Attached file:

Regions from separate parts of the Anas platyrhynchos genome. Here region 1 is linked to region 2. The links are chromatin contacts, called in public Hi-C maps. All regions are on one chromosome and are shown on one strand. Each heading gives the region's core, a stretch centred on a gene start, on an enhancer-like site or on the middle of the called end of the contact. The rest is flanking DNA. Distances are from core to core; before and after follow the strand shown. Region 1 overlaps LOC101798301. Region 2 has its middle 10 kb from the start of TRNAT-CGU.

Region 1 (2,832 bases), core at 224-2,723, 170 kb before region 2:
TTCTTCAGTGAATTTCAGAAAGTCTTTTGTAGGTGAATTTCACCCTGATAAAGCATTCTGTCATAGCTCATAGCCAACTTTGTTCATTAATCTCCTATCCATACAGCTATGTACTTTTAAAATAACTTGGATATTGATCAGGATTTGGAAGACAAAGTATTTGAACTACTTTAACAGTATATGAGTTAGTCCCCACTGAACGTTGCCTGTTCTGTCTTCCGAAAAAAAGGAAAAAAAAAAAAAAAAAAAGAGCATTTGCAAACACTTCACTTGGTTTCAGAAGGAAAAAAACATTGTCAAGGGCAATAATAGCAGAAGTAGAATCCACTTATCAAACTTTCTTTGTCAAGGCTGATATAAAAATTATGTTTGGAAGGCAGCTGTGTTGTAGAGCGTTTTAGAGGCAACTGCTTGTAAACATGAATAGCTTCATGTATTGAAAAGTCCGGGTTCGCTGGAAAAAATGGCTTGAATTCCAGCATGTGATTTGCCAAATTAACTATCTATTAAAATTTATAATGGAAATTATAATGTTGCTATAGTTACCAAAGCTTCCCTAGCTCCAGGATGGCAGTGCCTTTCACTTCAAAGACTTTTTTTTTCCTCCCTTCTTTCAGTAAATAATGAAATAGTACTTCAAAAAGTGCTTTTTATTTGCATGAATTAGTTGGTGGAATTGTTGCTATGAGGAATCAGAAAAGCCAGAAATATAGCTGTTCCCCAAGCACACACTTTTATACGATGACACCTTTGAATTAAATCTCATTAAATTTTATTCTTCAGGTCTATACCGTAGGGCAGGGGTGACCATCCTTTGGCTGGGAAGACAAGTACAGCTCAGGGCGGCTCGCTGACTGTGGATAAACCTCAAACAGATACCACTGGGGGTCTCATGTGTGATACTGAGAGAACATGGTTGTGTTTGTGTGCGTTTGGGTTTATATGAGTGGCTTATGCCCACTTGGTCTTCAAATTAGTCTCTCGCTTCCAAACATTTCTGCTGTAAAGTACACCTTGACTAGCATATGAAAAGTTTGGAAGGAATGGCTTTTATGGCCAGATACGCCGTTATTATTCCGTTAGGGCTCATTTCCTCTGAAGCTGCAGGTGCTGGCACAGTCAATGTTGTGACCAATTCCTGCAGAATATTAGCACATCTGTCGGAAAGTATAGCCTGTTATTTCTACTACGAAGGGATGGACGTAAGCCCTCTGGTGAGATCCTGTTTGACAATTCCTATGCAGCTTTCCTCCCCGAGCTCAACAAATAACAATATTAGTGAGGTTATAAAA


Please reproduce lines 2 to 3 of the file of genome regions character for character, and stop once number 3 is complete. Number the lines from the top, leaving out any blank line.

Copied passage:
Region 1 (2,832 bases), core at 224-2,723, 170 kb before region 2:
TTCTTCAGTGAATTTCAGAAAGTCTTTTGTAGGTGAATTTCACCCTGATAAAGCATTCTGTCATAGCTCATAGCCAACTTTGTTCATTAATCTCCTATCCATACAGCTATGTACTTTTAAAATAACTTGGATATTGATCAGGATTTGGAAGACAAAGTATTTGAACTACTTTAACAGTATATGAGTTAGTCCCCACTGAACGTTGCCTGTTCTGTCTTCCGAAAAAAAGGAAAAAAAAAAAAAAAAAAAGAGCATTTGCAAACACTTCACTTGGTTTCAGAAGGAAAAAAACATTGTCAAGGGCAATAATAGCAGAAGTAGAATCCACTTATCAAACTTTCTTTGTCAAGGCTGATATAAAAATTATGTTTGGAAGGCAGCTGTGTTGTAGAGCGTTTTAGAGGCAACTGCTTGTAAACATGAATAGCTTCATGTATTGAAAAGTCCGGGTTCGCTGGAAAAAATGGCTTGAATTCCAGCATGTGATTTGCCAAATTAACTATCTATTAAAATTTATAATGGAAATTATAATGTTGCTATAGTTACCAAAGCTTCCCTAGCTCCAGGATGGCAGTGCCTTTCACTTCAAAGACTTTTTTTTTCCTCCCTTCTTTCAGTAAATAATGAAATAGTACTTCAAAAAGTGCTTTTTATTTGCATGAATTAGTTGGTGGAATTGTTGCTATGAGGAATCAGAAAAGCCAGAAATATAGCTGTTCCCCAAGCACACACTTTTATACGATGACACCTTTGAATTAAATCTCATTAAATTTTATTCTTCAGGTCTATACCGTAGGGCAGGGGTGACCATCCTTTGGCTGGGAAGACAAGTACAGCTCAGGGCGGCTCGCTGACTGTGGATAAACCTCAAACAGATACCACTGGGGGTCTCATGTGTGATACTGAGAGAACATGGTTGTGTTTGTGTGCGTTTGGGTTTATATGAGTGGCTTATGCCCACTTGGTCTTCAAATTAGTCTCTCGCTTCCAAACATTTCTGCTGTAAAGTACACCTTGACTAGCATATGAAAAGTTTGGAAGGAATGGCTTTTATGGCCAGATACGCCGTTATTATTCCGTTAGGGCTCATTTCCTCTGAAGCTGCAGGTGCTGGCACAGTCAATGTTGTGACCAATTCCTGCAGAATATTAGCACATCTGTCGGAAAGTATAGCCTGTTATTTCTACTACGAAGGGATGGACGTAAGCCCTCTGGTGAGATCCTGTTTGACAATTCCTATGCAGCTTTCCTCCCCGAGCTCAACAAATAACAATATTAGTGAGGTTATAAAA